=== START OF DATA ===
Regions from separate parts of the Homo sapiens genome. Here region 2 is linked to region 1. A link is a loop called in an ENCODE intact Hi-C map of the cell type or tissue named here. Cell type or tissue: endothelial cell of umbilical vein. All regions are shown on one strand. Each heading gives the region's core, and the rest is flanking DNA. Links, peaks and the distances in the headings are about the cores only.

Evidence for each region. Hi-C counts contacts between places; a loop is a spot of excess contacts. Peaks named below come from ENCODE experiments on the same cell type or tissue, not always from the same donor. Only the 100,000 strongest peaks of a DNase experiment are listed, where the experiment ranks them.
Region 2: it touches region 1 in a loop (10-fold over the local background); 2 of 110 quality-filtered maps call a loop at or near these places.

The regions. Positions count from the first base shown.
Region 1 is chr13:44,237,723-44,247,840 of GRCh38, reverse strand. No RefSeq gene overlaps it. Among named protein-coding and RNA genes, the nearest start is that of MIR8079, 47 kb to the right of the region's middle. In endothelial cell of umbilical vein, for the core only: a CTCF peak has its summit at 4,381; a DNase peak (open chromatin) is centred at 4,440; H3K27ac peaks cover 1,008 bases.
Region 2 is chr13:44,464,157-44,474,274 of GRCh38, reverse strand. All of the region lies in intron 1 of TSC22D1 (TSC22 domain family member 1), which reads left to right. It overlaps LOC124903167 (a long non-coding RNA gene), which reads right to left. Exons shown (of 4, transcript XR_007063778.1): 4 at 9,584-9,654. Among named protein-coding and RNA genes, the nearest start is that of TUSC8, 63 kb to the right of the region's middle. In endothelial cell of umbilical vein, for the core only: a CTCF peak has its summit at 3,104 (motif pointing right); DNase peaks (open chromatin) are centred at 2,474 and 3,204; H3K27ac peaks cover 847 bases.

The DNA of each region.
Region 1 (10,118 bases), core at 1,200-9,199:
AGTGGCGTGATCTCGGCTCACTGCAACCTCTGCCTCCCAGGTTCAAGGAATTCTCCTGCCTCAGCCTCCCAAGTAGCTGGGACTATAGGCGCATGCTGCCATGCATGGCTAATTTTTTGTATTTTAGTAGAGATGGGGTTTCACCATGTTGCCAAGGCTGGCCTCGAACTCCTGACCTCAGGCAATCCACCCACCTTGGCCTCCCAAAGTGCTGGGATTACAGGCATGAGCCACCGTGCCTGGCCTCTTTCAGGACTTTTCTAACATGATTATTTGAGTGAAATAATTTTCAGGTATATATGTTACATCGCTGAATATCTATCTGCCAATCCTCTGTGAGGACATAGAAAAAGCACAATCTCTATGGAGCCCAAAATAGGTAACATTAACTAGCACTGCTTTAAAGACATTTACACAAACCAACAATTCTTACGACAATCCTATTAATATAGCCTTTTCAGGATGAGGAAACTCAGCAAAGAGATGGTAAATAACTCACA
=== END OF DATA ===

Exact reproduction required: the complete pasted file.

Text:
Regions from separate parts of the Homo sapiens genome. Here region 2 is linked to region 1. A link is a loop called in an ENCODE intact Hi-C map of the cell type or tissue named here. Cell type or tissue: endothelial cell of umbilical vein. All regions are shown on one strand. Each heading gives the region's core, and the rest is flanking DNA. Links, peaks and the distances in the headings are about the cores only.

Evidence for each region. Hi-C counts contacts between places; a loop is a spot of excess contacts. Peaks named below come from ENCODE experiments on the same cell type or tissue, not always from the same donor. Only the 100,000 strongest peaks of a DNase experiment are listed, where the experiment ranks them.
Region 2: it touches region 1 in a loop (10-fold over the local background); 2 of 110 quality-filtered maps call a loop at or near these places.

The regions. Positions count from the first base shown.
Region 1 is chr13:44,237,723-44,247,840 of GRCh38, reverse strand. No RefSeq gene overlaps it. Among named protein-coding and RNA genes, the nearest start is that of MIR8079, 47 kb to the right of the region's middle. In endothelial cell of umbilical vein, for the core only: a CTCF peak has its summit at 4,381; a DNase peak (open chromatin) is centred at 4,440; H3K27ac peaks cover 1,008 bases.
Region 2 is chr13:44,464,157-44,474,274 of GRCh38, reverse strand. All of the region lies in intron 1 of TSC22D1 (TSC22 domain family member 1), which reads left to right. It overlaps LOC124903167 (a long non-coding RNA gene), which reads right to left. Exons shown (of 4, transcript XR_007063778.1): 4 at 9,584-9,654. Among named protein-coding and RNA genes, the nearest start is that of TUSC8, 63 kb to the right of the region's middle. In endothelial cell of umbilical vein, for the core only: a CTCF peak has its summit at 3,104 (motif pointing right); DNase peaks (open chromatin) are centred at 2,474 and 3,204; H3K27ac peaks cover 847 bases.

The DNA of each region.
Region 1 (10,118 bases), core at 1,200-9,199:
AGTGGCGTGATCTCGGCTCACTGCAACCTCTGCCTCCCAGGTTCAAGGAATTCTCCTGCCTCAGCCTCCCAAGTAGCTGGGACTATAGGCGCATGCTGCCATGCATGGCTAATTTTTTGTATTTTAGTAGAGATGGGGTTTCACCATGTTGCCAAGGCTGGCCTCGAACTCCTGACCTCAGGCAATCCACCCACCTTGGCCTCCCAAAGTGCTGGGATTACAGGCATGAGCCACCGTGCCTGGCCTCTTTCAGGACTTTTCTAACATGATTATTTGAGTGAAATAATTTTCAGGTATATATGTTACATCGCTGAATATCTATCTGCCAATCCTCTGTGAGGACATAGAAAAAGCACAATCTCTATGGAGCCCAAAATAGGTAACATTAACTAGCACTGCTTTAAAGACATTTACACAAACCAACAATTCTTACGACAATCCTATTAATATAGCCTTTTCAGGATGAGGAAACTCAGCAAAGAGATGGTAAATAACTCACA